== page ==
A lengthy conversation between George and his brother lays it all out. It's a long conversation that likely works better in the longer book - it's a bit too much for a single issue. However, Ryan has a great handle on the pacing and flow of this story, so the rest off the issue works very well.

The conversation stands to demonstrate George's personalty failings, but those are better shown through his interactions with his family. His teenage son Rochester just wants to hang out with his dad, shoot some hoops or do some pushups. He's so desperate for it that he'll just hang out and watch his dad eat. Meanwhile, George is only concerned with the baby sitter and the new therapist, objects of his sexual desire. He later works out on his own, locked in the bathroom, rather than with his son. He then goes on to get in an argument with Sonya, telling her she needs to be more of a wife and a mother. She obviously doesn't like hearing that - who would? As successful as George is as an inventor and businessman, he's a failure of a husband and father.

Marquez's art is a great fit for this story. He's worked with Ryan on a previous project and they appear to have developed a great chemistry to their collaboration. Marquez does an admirable job of translating that Jetsons aesthetic for modern sensibilities. So while the full force of his creativity isn't on display, his clean, detailed style works well for a sci-fi utopia.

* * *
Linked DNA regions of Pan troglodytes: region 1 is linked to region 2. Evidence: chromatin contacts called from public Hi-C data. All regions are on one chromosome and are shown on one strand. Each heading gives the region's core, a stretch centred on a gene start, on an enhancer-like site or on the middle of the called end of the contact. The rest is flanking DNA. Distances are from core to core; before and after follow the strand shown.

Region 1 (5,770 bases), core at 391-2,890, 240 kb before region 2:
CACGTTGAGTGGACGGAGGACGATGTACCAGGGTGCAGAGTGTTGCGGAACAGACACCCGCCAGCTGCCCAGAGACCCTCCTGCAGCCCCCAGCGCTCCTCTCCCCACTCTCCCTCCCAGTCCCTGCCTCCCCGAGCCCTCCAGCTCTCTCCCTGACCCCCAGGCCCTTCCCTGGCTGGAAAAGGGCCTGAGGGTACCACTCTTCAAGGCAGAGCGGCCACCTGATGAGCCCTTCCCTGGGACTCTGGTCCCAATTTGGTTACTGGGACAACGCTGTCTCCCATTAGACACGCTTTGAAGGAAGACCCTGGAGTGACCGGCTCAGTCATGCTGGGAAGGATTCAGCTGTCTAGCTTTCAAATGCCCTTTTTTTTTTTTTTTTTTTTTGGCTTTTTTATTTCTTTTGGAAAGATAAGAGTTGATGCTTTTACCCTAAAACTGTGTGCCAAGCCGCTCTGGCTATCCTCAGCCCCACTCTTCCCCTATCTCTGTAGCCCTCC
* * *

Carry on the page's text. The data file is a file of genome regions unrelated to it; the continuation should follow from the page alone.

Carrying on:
Marquez's best work comes from the characters themselves and how they interact with each other. As the focus of the issue, George gets the most panel time, and Marquez illustrates him with a great range of emotion. One thing Ryan and Marquez use is an infographic of George's sliced up brain to let the reader know what he's thinking. It's a cool technique and a clever alternative to thought balloons or narration boxes.

The Joyners #1 gives us an interesting take on a familiar concept. So far, we haven't gotten to the meat of the story, but a few hints to something dark tease that there's much more to the story. Clever story structure and sharp art are more than enough reason to see where this goes.







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About the Author - Mike Ambrose


Mike Ambrose isn't slow, he's just Canadian. Mike began collecting comics in 1991 with an allowance earned by doing chores on the family farm, snapping up anything that said "#1 Collector's Item" on the cover, including X-Men, Sleepwalker, and NFL Superpro. That is to say, Mike knows bullshit. These skills were further developed and finally acknowledged when he graduated from a well-regarded journalism and public relations college program. Mike lives in a surprisingly nice house in a pretty good neighbourhood with his loving girlfriend. Aside from comic books of all types, Mike enjoys cooking, rap music, and the rule of threes.